Did you catch the news that China’s economy grew by 6.9 percent in 2017? He won’t say so, but President Trump just raised his own bar for where he wants to take U.S. growth. If China can post 6.9 percent growth, Trump will shoot for 7 percent. Preposterous, you say? It happened once before in 1984. I wouldn’t bet against it. We are just now getting glimpses of what the corporate tax cut will mean. The economic benefits from so many companies announcing new economic expansion in the U.S., and raises for workers, will take a few years to show up in actual statistics. And we are just seeing the tip of the iceberg for now. When the lower half of the S&P 500 companies kick their investment into gear to keep pace with their larger cap brethren, it will set off a chain reaction of growth that will rival post WWII expansion. Following suit will be thousands of SMEs and when that happens, we could indeed see GDP growth at China’s level. And the Dems said that the tax cuts unfairly favored “big corporations?” They really do need to find a story to tell.

Speaking of China, interesting poll results from the American Chamber of Commerce in China show that although three out of four companies say they feel less welcome in China than before, nonetheless by the same margin companies anticipate increasing their investments there in 2018. Of course, the survey was taken before the Trump tax cut was passed. So, let’s see if those companies are still eating from the same rice bowl as the year unfolds.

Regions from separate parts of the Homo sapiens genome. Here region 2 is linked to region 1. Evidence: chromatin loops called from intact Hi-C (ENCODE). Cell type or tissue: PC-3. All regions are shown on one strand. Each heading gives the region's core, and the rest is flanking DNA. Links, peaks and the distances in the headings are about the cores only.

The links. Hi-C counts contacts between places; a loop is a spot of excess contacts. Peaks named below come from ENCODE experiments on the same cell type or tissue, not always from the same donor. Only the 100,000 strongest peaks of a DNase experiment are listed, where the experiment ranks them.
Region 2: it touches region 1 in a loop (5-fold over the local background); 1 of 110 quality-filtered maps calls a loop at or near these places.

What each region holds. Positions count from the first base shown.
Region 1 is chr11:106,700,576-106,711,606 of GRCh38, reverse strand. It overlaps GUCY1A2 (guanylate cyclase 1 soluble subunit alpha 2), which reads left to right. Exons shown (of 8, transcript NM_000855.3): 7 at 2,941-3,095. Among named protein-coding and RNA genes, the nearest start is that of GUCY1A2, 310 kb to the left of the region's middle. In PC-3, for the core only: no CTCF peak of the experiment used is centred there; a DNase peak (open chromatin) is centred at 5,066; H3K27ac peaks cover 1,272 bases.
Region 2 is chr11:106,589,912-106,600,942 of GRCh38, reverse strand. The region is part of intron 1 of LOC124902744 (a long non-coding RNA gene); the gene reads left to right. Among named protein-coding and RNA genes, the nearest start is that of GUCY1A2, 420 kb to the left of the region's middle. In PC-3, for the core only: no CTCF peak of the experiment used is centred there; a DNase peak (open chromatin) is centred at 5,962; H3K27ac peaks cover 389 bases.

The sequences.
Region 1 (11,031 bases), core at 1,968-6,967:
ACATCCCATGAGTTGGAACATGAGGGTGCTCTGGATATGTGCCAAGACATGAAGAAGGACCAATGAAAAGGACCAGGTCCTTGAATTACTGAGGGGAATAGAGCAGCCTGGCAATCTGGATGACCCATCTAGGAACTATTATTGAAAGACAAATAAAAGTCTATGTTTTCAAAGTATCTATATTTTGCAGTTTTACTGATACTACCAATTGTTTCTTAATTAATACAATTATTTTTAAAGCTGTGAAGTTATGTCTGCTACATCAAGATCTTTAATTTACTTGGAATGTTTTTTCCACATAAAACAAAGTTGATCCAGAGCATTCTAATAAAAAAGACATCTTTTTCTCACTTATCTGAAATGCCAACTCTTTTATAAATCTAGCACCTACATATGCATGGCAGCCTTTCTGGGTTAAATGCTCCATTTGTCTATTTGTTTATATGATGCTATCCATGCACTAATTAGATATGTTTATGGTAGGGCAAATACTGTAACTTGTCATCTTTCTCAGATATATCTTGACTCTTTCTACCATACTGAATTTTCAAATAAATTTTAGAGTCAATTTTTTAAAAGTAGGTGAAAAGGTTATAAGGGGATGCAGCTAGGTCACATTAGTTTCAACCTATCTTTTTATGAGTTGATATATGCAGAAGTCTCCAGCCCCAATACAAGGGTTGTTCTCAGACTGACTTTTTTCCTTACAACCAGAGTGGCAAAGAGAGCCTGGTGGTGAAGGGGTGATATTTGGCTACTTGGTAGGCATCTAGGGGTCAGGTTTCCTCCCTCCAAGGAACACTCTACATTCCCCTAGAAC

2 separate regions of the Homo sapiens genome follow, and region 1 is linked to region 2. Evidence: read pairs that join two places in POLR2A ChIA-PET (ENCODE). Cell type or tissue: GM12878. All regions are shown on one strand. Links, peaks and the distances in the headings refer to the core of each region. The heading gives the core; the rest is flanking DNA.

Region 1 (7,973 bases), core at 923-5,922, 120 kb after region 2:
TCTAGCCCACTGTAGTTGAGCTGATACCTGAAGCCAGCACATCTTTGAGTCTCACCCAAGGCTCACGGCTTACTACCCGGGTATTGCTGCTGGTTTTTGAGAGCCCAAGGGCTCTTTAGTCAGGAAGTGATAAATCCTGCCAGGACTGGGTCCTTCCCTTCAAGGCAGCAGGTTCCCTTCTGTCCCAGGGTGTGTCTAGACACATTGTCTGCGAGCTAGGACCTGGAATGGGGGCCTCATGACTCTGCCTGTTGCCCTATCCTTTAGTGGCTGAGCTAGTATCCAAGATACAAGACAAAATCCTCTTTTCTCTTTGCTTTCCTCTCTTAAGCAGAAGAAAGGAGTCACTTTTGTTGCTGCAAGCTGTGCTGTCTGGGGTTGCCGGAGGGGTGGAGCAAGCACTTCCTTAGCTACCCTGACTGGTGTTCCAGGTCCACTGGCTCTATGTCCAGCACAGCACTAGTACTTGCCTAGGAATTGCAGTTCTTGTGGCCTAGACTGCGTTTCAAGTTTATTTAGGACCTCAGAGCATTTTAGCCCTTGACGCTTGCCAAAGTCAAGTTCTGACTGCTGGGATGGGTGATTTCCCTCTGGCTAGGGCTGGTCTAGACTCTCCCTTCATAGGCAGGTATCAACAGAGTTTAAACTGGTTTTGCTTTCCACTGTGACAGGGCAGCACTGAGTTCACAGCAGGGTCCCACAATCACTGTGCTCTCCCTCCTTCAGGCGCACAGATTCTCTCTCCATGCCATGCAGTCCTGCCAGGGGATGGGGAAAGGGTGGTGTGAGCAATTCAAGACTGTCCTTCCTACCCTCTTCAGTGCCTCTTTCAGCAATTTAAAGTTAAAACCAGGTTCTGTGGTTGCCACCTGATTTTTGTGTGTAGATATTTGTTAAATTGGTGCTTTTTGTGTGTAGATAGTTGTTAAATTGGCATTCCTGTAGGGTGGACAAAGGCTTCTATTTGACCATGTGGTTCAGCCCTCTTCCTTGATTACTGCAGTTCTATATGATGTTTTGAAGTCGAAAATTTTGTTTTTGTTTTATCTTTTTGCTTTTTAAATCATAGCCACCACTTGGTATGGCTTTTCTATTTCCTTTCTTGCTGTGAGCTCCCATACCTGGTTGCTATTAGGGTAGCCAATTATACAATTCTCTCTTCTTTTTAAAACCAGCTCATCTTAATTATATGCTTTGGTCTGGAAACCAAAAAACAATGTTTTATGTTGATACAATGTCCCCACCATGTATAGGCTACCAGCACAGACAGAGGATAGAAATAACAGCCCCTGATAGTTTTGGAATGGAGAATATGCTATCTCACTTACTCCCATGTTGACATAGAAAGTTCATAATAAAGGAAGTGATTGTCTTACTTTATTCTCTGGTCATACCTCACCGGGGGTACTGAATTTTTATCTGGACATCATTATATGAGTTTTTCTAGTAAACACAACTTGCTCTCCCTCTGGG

It’s hard not to notice the ads being placed by Pratt Industries Chairman Anthony Pratt in the Wall Street Journal touting Team Trump’s accomplishments while at the same time advocating to “export food, not jobs” and reminding us that this administration has cut 22 regulations for every new one. Dilly dilly.

Remember the dinner conversation from my last column?

A reader writes:

And here we go again–another attempt to claim that there is a unique “cultural” component to counterfeiting in China. After two decades fighting fakes in both the U.S. and China (as well as dozens of other countries), I can definitively state that it just isn’t true.

Most counterfeits are currently produced in China not because of a different cultural approach to concepts of ownership, but because most of EVERYTHING is currently made in China. For a variety of reasons, it is where people go to get products produced. So, it is no surprise that it is also where people go to get counterfeit products produced. After all, if all things were made on the moon, then the counterfeits would be made on the moon as well!

Consider Peter Baldwin’s book The Copyright Wars: Three Centuries of Trans-Atlantic Battle. In it, he documents how America was the major source of copyright theft from the dominant power of the time, England, from its founding until well into the 1800s. This had nothing to do with any imaginary cultural weakness in the American people. Rather, it was simple economic reality. And if we are asking the question about why counterfeits are mainly produced in China, we have to ask the question why counterfeits are mainly consumed in America and Western Europe. The answer in both cases is not some theoretical cultural bias, but nothing more than the fact that some economic actors are always willing to break the rules if it will make them more profit. Those bad actors do not represent some basic cultural truth about the society from which they come–they only represent that every society produces a subset of economic criminals.

William Mansfield, Director of Intellectual Property, ABRO Industries, Inc.